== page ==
QCDOC was a massively parallel, custom-built machine. It consisted of low-power processing elements (500 MHz 440 PowerPC).

It was capable of focusing significant computing resources on relatively small but extremely demanding problems in the field of quantum physics.

QCDOC was designed and jointly built by University of Edinburgh (part of the UKQCD consortium), Columbia University, RIKEN BNL, Brookhaven Research Centre and IBM.

 There were three 10-Tflops machines in service: one hosted by EPCC and two in the US.


In particle physics, CP (charge parity) violation is thought to be crucial in explaining why matter dominates over antimatter in the Universe and in the study of weak interactions in particle physics, which are the only type of known interactions breaking CP symmetry. 

One of the processes that plays a central role in constraining the structure of the Standard Model (a theory of fundamental particles and how they interact) in the search for new physics is indirect CP violation in Kaon decays. Neutral Kaons can transform into their antiparticles and vice versa, however, this transformation does not occur with exactly the same probability in both directions. 

The simulations that were run on QCDOC systems as a part of Riken-BNL-Columbia/UKQCD collaboration on the Kaon/anti-Kaon mixing parameter led to a reduction in the uncertainty in this parameter from around 15% to around 3.5%. Although we still do not know whether the Standard Model correctly predicts the CP violation in Kaons, reducing the uncertainty increases that probability. 

The work to further improve the precision of Kaon mixing parameter (to around 0.5%) was performed on Blue Gene/Q.

Research: Quantum fluctuations in chiral fermion fields associated with the Feynman path integral changing the topology of the gluon field.

These spikes are created by the famous Atiyah Singer index theorem for which the mathematician Sir Michael Atiyah won the 1966 Fields medal and the 2004 Abel Prize. Atiyah has been an honorary Professor at Edinburgh since 1997

About the System


QCDOC was a supercomputer technology focusing on using relatively cheap low-power processing elements to produce a massively parallel machine.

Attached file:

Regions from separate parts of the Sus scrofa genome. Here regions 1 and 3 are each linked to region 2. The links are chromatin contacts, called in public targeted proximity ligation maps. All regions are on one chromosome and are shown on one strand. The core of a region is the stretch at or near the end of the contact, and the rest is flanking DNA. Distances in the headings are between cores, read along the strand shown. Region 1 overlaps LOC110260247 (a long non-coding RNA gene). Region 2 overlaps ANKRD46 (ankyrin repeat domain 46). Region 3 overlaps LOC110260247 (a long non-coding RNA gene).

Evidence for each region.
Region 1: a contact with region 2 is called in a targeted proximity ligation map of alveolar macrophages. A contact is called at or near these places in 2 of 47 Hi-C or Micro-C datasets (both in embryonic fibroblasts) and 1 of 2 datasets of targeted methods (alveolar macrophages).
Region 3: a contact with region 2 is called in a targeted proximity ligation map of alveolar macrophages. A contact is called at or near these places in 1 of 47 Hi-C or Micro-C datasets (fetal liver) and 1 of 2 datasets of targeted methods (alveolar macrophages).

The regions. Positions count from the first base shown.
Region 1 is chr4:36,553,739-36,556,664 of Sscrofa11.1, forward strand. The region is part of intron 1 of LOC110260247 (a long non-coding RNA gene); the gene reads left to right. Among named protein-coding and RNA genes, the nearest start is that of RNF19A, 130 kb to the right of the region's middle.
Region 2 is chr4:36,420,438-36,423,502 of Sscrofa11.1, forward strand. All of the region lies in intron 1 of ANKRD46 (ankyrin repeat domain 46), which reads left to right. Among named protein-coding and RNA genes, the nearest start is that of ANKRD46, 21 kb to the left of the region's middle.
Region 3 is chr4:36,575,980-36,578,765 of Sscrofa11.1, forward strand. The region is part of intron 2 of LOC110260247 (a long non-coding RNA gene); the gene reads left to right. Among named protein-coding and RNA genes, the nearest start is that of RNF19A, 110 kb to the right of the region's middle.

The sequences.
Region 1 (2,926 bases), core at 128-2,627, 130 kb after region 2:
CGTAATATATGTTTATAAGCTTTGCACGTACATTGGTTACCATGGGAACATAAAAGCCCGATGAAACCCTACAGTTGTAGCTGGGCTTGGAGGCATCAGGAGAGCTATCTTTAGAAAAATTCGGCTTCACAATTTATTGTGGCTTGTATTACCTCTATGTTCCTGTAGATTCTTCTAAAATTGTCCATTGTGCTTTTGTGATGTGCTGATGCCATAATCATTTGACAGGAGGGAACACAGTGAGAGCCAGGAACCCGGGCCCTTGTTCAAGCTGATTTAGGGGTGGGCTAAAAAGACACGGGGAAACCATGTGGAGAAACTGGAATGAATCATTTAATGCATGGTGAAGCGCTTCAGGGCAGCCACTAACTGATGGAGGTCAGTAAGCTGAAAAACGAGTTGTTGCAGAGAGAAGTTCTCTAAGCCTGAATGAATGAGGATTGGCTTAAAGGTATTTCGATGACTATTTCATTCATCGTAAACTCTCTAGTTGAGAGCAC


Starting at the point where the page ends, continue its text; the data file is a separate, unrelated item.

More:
As the name suggests, the machine was custom-made to solve small but extremely demanding problems in quantum physics. While based at the University of Edinburgh, QCDOC had 12,288 processors and a peak speed of 10 teraflops. To give an idea of the complexity and the amount of processors and networking on this machine back in 2004, it had 192 motherboards with 12,288 processors, 2304 serial communication cables, 1608 ethernet cables and 78 network switches. The main advantage of the complexity of this machine was its scalability: it could employ between 2 and 12,288 processors, if required. 

The system was used by the QCD community, and EPCC hosted the service and maintained it for around 6 years.

Each of QCDOC's nodes comprised a single applications-specific integrated circuit (ASIC) chip containing 500 MHz 440 PowerPC processor core with 4 Mbytes embedded DRAM (EDRAM). 

This on-chip memory was sufficient to fit the code and data for standard lattice QCD calculations.

The ASIC had direct memory access (DMA) capability for moving data between EDRAM and external memory, and circuitry to support communication between nodes. 

QCDOC ran QOC, a custom-built operating system facilitating boot, runtime, monitoring, diagnostic and performance checks. The QOC also maintained system partitions allowing different applications to run on different partitions but with only one client application per partition at any given time. 

QCDOC can be seen as a predecessor to Blue Gene/L, which had more powerful computing nodes connected by faster and more complex network, allowing the system to scale up to several hundred thousand nodes.